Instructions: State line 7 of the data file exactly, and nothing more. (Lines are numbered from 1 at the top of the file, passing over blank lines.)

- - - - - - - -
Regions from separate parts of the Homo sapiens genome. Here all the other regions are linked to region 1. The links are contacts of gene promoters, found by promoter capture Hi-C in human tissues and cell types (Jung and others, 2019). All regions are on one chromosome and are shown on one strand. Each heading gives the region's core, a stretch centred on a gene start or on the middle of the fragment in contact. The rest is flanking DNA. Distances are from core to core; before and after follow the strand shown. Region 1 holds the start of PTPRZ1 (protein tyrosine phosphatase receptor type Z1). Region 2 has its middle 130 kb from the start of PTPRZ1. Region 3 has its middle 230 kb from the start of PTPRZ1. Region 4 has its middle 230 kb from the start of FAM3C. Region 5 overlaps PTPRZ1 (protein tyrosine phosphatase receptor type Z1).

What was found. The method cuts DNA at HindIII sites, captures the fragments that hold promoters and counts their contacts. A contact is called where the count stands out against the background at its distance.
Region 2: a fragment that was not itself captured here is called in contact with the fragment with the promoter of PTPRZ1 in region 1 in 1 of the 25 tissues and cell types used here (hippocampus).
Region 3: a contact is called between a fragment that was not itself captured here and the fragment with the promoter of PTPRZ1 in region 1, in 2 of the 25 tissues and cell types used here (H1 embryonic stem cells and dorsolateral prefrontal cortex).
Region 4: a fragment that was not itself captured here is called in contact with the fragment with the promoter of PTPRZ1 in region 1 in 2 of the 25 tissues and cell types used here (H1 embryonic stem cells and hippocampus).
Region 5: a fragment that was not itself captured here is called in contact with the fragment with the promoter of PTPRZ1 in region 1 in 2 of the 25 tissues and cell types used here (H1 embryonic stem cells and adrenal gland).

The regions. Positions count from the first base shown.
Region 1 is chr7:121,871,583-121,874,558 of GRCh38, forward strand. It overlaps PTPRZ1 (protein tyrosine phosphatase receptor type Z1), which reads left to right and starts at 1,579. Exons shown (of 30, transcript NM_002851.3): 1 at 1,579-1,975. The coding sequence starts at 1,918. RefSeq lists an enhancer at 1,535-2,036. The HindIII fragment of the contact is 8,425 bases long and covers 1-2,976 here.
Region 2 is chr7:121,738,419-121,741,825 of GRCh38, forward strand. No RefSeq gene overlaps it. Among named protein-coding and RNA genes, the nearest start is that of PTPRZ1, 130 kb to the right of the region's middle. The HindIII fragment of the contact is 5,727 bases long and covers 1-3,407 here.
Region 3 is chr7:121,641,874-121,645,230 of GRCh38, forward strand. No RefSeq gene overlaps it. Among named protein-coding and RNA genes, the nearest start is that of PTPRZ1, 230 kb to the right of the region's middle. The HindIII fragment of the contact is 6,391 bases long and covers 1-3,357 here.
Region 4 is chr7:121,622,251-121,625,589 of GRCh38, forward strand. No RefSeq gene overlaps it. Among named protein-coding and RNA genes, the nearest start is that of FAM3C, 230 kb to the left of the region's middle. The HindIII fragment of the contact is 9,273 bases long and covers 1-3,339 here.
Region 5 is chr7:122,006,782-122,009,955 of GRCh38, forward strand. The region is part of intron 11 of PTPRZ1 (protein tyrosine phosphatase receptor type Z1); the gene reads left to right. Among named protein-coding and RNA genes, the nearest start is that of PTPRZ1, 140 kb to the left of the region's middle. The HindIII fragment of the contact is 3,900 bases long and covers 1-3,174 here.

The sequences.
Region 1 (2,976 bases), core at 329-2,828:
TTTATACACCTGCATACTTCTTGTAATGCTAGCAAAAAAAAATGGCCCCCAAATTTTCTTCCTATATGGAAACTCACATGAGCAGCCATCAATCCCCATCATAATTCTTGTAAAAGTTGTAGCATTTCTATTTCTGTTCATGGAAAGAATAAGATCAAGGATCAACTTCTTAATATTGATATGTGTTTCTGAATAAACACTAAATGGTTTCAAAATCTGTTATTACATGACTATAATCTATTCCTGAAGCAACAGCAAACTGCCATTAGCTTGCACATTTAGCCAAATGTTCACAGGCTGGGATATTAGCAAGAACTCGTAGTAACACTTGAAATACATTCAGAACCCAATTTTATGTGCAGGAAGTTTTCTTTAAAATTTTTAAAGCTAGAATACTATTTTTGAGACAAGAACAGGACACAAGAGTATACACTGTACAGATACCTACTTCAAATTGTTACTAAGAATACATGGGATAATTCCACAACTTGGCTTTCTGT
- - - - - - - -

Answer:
The regions. Positions count from the first base shown.